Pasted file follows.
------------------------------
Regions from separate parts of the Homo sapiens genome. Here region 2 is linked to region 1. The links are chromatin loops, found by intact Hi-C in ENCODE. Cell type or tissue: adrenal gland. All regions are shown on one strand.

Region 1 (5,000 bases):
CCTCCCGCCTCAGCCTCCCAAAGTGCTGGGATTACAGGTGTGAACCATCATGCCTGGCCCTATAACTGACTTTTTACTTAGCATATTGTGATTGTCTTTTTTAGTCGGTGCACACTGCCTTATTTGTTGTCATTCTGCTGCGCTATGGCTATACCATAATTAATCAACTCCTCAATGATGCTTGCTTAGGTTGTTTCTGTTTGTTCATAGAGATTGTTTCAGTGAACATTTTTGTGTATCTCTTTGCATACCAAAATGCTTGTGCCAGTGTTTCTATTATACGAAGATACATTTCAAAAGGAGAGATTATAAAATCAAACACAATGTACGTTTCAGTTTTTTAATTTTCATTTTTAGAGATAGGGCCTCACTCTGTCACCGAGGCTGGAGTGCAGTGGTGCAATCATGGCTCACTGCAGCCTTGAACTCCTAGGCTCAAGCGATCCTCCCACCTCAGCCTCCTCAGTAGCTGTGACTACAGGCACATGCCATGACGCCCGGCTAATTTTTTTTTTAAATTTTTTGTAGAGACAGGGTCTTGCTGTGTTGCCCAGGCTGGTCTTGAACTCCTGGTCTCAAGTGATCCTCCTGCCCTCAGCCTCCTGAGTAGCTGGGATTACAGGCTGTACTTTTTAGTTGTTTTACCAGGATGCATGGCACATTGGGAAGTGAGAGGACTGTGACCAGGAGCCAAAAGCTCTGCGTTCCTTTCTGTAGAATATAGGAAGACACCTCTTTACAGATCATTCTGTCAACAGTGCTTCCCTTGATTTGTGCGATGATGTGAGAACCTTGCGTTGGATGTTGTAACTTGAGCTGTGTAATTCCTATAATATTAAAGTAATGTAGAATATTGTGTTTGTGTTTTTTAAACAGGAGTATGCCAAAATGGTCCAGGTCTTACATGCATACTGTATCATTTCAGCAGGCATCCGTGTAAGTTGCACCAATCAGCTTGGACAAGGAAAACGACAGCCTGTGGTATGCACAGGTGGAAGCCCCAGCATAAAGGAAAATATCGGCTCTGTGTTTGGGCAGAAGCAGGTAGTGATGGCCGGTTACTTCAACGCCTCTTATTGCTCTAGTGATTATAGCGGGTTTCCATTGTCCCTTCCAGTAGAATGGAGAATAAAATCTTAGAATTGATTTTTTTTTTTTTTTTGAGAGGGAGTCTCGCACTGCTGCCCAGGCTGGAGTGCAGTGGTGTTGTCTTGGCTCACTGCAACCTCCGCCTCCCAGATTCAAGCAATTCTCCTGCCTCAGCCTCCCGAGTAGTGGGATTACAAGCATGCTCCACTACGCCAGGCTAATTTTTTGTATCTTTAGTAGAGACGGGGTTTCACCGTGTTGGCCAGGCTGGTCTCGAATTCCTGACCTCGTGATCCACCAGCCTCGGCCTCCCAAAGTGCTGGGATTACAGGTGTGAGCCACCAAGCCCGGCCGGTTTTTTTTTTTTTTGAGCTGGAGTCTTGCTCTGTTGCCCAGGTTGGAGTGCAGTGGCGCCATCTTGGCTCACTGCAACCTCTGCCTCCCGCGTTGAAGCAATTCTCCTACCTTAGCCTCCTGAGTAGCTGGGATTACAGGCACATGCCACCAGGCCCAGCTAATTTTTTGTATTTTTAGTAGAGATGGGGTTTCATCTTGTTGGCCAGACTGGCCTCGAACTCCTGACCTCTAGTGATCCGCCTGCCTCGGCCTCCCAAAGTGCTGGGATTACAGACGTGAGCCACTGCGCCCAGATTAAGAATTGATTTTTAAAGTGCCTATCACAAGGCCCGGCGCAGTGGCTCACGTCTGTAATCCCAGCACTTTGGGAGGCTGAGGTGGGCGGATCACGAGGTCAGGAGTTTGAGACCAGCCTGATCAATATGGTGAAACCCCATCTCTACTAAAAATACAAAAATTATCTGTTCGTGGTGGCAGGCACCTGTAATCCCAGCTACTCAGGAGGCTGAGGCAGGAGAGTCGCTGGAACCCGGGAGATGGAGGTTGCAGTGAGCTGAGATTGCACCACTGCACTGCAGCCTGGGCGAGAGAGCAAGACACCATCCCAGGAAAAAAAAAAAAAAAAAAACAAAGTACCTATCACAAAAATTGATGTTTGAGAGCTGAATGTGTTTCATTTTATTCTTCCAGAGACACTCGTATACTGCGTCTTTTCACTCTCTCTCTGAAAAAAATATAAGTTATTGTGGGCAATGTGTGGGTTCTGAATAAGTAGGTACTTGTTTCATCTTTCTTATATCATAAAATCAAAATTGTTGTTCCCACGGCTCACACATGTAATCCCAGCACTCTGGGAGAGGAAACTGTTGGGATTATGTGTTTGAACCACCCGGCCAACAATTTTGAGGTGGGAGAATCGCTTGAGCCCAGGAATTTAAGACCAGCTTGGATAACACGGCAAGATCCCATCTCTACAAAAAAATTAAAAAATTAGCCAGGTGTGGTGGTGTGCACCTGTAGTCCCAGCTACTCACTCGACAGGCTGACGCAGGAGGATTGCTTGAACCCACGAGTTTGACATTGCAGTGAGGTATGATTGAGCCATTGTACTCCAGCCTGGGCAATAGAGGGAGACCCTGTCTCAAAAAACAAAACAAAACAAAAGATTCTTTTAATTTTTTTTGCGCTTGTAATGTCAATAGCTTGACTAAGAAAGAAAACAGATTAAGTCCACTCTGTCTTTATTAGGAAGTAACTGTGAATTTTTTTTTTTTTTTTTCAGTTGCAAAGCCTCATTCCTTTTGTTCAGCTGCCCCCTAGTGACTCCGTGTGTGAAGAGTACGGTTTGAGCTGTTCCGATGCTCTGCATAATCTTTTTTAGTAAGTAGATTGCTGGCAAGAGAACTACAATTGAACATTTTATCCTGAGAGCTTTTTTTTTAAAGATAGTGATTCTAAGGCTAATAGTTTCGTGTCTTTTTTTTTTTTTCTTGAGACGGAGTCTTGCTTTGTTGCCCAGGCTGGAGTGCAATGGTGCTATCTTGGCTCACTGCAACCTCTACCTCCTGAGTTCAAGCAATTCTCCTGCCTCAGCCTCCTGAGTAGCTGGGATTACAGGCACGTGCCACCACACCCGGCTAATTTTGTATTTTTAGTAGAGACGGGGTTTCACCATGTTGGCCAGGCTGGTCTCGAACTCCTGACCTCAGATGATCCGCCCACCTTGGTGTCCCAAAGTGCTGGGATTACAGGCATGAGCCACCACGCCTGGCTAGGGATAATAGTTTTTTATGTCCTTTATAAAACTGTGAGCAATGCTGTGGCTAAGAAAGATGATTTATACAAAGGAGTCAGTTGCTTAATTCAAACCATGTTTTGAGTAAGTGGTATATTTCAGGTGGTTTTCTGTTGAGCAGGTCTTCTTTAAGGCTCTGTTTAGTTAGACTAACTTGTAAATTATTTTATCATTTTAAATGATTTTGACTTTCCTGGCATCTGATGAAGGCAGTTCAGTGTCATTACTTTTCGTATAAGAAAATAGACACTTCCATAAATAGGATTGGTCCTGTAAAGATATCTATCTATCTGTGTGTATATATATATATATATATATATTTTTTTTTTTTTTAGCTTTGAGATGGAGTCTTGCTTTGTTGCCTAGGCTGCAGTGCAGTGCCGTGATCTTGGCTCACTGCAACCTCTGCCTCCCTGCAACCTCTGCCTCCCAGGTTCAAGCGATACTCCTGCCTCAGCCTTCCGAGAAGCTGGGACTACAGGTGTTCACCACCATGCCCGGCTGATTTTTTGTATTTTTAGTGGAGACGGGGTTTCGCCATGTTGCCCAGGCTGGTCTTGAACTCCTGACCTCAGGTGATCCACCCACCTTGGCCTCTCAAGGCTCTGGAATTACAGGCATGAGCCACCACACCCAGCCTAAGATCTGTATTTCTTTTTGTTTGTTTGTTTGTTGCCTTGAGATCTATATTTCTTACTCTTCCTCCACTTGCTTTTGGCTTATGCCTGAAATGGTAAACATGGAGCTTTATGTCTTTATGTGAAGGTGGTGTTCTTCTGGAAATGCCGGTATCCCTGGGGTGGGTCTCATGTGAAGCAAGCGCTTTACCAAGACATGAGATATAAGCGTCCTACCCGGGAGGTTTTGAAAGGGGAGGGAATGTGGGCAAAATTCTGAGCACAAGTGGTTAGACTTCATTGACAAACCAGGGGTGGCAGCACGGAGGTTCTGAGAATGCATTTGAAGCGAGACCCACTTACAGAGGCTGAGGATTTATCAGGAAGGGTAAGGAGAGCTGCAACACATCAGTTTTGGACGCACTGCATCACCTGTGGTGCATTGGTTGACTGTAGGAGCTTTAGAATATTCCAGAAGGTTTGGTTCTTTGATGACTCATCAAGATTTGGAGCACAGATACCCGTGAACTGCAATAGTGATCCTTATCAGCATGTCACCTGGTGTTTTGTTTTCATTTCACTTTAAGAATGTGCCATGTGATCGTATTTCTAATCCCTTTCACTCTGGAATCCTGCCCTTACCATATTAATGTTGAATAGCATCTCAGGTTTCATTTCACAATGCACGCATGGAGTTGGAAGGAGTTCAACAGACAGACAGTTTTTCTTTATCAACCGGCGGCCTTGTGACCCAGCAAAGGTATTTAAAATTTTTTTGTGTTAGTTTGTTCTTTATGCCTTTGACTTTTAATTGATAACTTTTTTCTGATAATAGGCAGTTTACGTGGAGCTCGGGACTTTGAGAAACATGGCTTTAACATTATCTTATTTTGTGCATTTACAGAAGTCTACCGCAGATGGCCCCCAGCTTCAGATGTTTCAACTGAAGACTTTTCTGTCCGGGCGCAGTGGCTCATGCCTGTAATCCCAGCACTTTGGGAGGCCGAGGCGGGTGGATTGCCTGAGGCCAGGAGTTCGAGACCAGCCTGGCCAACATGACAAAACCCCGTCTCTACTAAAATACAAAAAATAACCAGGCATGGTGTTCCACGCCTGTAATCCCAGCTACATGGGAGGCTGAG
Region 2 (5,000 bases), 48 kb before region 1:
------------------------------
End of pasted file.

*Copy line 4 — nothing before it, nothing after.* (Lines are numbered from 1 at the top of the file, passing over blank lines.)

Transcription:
Region 2 (5,000 bases), 48 kb before region 1: